It was a bargain day out (free-parking too) & will be happening again in a few weeks time, it would be good to see some more Beavers & cubs there hopefully.
Even if you only wanted to do a few things or just to get some fresh air with the family dog, on your bike or a walk, Grafham is super fun to go to on a warm day.
As a result of last year I'm now doing archery as a hobby, (we haven't got room for another speedboat on the drive)!
I'd never climbed before last year in a harness & rope, it can be a bit scarey at first BUT it's great fun seeing just how far you can get knowing it's safe to go high & aim for the top of the platform, it challenges you , might scare you (a bit) whilst you get your head into adventure mode ..& then you are really proud of what you can achieve!
Why not take a look at a badge page (click the badge you are interested in & it will open a link with what you need to do to earn it)!
Suggested as achievable for Beavers...
Suggested as easily achievable for Cubs... (below)
If you are nearly ready to move on into Cubs or up to Scouts then you can't unless you have all your Challenge badges, in order to earn your Bronze or silver badge, so a day at Grafham can really help speed you up on your badge requirements whilst having a whole lot of cheap fun!
Talk to your leader about what you can do to earn your badges they will have some advice & might be able to help you with what you can work towards.
You will sleep like a log afterwards, don't forget to take some "wet-shoes" or a spare pair of trainers in case you want to do water activities or just dip your toes in the water to cool off under adult supervision.
There are drink & snack machines at Grafham, all taster sessions are by the Grafham team (all qualified instructors) ..this is not a Scouting endorsed event but is very worthwhile going to for a great day out & we highly recommend it!
Hope to see you there.
By Izzy M.
One of my dads biggest regrets was not having his own dad around to show him how to use tools & mend things, he's determined not to let me be scared of using tools like he was & still is, so has had me making my own walking stick last summer, cutting padlocks off with grinding tools, using saws, blowtorches (to make cheese on toast extra yummy).. drills & all-sorts, for my DIY badge I put up a plasma tv bracket which comes out into the room nearly 2 feet! (in the photo) but sometimes I just don't know he has up his sleeve or even "popping out of the toaster"!
Yes that's right, we are making stuff from food.
When dad was little he was in awe of some gruesome automata in Brighton pavillion, & was also allowed to play with some fantastic old moving piggy banks from a hundred years ago, ..then when living in London he came across a place packed with "automata" moving models & used to go down & see them week after week, he even made a few himself.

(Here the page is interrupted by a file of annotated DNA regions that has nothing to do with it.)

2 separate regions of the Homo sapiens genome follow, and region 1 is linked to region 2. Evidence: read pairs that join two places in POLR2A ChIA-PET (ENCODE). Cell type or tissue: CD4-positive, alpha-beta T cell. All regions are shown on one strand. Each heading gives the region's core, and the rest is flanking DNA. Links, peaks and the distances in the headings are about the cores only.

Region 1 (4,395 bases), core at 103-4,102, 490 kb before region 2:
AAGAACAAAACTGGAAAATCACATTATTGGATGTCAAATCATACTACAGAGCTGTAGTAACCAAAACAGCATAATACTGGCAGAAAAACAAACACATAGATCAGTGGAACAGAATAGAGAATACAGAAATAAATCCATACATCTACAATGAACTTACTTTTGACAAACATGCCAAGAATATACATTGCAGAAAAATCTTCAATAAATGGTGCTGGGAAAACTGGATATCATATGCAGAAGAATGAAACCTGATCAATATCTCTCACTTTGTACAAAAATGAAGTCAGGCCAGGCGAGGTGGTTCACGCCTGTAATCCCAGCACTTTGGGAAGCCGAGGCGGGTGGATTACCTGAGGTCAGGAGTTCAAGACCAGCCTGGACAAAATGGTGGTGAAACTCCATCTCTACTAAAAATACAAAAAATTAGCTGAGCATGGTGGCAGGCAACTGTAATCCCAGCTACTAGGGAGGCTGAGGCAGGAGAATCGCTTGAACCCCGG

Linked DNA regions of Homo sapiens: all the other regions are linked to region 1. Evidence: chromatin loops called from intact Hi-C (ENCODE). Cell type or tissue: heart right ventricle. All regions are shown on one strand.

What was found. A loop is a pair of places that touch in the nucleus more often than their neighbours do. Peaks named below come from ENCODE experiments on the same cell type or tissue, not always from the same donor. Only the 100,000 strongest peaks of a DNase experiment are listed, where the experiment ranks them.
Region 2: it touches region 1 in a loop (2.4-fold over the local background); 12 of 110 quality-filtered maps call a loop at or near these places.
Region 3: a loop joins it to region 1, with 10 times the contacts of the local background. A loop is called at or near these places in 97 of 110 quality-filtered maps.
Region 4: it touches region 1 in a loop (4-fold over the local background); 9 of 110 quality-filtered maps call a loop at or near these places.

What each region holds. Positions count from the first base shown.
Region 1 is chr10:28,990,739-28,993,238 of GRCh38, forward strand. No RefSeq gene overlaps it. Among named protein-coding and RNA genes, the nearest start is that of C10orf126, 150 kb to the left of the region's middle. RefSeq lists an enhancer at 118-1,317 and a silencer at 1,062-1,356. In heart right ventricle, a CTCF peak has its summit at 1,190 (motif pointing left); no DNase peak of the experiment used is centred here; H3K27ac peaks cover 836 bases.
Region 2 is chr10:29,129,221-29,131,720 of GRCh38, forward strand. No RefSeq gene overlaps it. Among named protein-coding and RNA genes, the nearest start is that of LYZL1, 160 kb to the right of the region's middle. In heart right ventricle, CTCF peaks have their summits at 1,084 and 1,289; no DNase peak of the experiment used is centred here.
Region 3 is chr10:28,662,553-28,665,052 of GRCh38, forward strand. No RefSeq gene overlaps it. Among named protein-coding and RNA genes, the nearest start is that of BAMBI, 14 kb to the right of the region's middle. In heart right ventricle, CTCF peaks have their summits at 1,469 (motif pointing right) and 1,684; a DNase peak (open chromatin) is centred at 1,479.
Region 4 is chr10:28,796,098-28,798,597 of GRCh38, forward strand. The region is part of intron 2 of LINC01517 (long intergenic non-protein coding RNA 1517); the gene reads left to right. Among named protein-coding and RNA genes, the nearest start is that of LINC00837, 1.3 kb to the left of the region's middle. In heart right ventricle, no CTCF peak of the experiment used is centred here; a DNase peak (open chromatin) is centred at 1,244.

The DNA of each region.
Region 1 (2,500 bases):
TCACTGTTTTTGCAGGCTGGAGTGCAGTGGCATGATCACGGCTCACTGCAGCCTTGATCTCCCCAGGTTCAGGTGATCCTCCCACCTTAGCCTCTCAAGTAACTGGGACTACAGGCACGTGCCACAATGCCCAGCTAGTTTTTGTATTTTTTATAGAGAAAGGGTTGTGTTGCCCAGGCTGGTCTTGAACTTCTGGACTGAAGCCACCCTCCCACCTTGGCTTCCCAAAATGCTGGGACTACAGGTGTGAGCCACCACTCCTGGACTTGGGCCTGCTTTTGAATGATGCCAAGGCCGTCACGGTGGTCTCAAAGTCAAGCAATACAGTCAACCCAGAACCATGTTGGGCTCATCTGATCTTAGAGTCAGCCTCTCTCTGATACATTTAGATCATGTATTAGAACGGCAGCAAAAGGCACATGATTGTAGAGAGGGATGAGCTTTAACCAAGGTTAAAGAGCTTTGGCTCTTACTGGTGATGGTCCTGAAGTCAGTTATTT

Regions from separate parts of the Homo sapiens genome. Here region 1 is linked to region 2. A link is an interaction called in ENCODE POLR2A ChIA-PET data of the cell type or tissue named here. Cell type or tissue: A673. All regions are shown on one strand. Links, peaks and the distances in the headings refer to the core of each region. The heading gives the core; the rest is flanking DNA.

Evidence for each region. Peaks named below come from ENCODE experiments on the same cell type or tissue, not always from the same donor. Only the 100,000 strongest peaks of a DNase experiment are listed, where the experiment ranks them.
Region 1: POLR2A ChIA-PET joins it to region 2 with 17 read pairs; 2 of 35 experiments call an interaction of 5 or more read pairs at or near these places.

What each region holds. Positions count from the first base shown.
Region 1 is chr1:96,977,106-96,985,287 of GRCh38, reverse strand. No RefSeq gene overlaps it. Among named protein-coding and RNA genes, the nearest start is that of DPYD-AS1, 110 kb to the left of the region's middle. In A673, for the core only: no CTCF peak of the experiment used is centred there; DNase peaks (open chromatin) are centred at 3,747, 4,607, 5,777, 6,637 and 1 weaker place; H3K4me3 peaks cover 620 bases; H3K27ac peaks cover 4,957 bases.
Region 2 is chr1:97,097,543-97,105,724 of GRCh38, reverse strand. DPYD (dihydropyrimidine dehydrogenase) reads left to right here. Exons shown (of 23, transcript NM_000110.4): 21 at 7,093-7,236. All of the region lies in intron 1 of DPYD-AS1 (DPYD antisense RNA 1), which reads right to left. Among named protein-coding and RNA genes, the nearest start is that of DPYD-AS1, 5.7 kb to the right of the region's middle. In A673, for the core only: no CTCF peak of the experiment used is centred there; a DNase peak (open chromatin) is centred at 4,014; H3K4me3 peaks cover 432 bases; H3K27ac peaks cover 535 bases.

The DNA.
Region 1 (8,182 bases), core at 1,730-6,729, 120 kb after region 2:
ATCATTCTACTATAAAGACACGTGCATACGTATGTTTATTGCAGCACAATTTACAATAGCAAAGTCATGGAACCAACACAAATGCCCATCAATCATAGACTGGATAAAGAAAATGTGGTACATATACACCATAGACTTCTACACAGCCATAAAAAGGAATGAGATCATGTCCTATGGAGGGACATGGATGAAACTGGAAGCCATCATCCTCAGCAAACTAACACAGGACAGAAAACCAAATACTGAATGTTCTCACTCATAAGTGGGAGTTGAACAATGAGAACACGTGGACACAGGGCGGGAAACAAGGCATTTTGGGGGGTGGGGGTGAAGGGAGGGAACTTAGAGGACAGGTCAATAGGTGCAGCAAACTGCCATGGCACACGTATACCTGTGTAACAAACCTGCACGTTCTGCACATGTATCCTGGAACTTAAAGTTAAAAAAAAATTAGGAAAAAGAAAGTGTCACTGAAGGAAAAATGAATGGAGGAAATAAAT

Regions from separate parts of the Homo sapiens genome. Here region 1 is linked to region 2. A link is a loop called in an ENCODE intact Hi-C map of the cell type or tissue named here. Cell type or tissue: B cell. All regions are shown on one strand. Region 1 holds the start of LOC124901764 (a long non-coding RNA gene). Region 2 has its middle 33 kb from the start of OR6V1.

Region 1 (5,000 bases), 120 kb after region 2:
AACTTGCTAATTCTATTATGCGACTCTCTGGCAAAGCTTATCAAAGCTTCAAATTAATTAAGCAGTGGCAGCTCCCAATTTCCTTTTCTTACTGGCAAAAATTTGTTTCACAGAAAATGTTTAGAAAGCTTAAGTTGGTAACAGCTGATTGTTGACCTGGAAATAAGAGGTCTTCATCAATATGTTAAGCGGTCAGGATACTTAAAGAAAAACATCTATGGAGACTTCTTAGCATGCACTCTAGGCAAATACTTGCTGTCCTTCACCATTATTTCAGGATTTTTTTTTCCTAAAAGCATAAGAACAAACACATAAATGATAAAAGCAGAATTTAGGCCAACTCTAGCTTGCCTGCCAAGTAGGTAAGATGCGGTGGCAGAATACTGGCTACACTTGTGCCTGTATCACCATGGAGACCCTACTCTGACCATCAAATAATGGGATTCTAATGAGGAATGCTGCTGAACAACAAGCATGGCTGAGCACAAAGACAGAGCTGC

He thought it was time I got an idea with some simple materials we had lying around, (luckily dad checked we weren't using the last of the bread ...or there would have been big trouble).
Take a look at what we made! ....then have a look at the youtube video below, it might make you want to try a project for fun or towards a badge!
You DO need a hot melt glue gun, so have an adult helping you! ..instructions are in the video at the bottom!
Below is a video of where he used to spend hours playing with automata to give you an idea how creative & awesome it can be.
If you would like a go, it might be best to show an adult or helper this video first, or else they might think you've gone a bit crazy! ..have fun!
Tonight we made miniature "pioneering" models of ballista's (catapults) which involve making use of the "A" frame used for basic tents, strengthening struts on bridges & all-sorts in everyday engineering..
Of course there wasn't enough room in the hut (which if you look up at the ceiling ALSO uses A-frame strength in the roof supports) so we used tightly knotted rubber bands & bamboo skewers ...there would have been flat as a pancake cubs if we'd tried to use the real thing, (besides pancake day is over).
IF you'd like to try a bit more missile throwing click the picture above which will take you to lego instructions how to make one at home with LEGO!
We also found this fun LEGO online game HERE which rewards you when you master each level! ..hope you have fun!
Later on we listened to 2 Cubs (both girls) ..."come on boy's don't leave it to the girls" who talked us through Gymnastics, showing us a bundle of certificates & sewing badge awards, then we listened to another cub run through their book badge requirements, which if your child enjoys reading is "easy-peasy" to get!
Several boys ..(phew) said they were going to try out for a badge or three, including a hobby badge for football! Another said he would got for his hobbies badge, which is swimming ..we suggested they try swimming for the swimming badge! ...seems logical to us!
SO with that in mind we'll pop a link (click the badge) for you to have a rummage around our badge page, you can then (with an adult) talk through what you might have already achieved toward a badge, & what little bit more you need to do to get a cub badge for your sleeve!
So come on Cubs, drag an adult to the computer, click on the site & see, you MIGHT already have qualified for a badge without even knowing it! (you don't necessarily have to do everything for a badge all at once & some parts of it may have been covered elsewhere)
Come & talk to a leader at the beginning or end of your next session, this gives us time to order a badge if necessary, & also offer advice if needed!
HINT: if you complete a badge, & sew it on (with some adult guidance) ..you are already on your way to another badge! ...see if you can find out which one it is!
1st Ramsey Scout Assoc (collectively) ...News, events & general silliness "Ahem"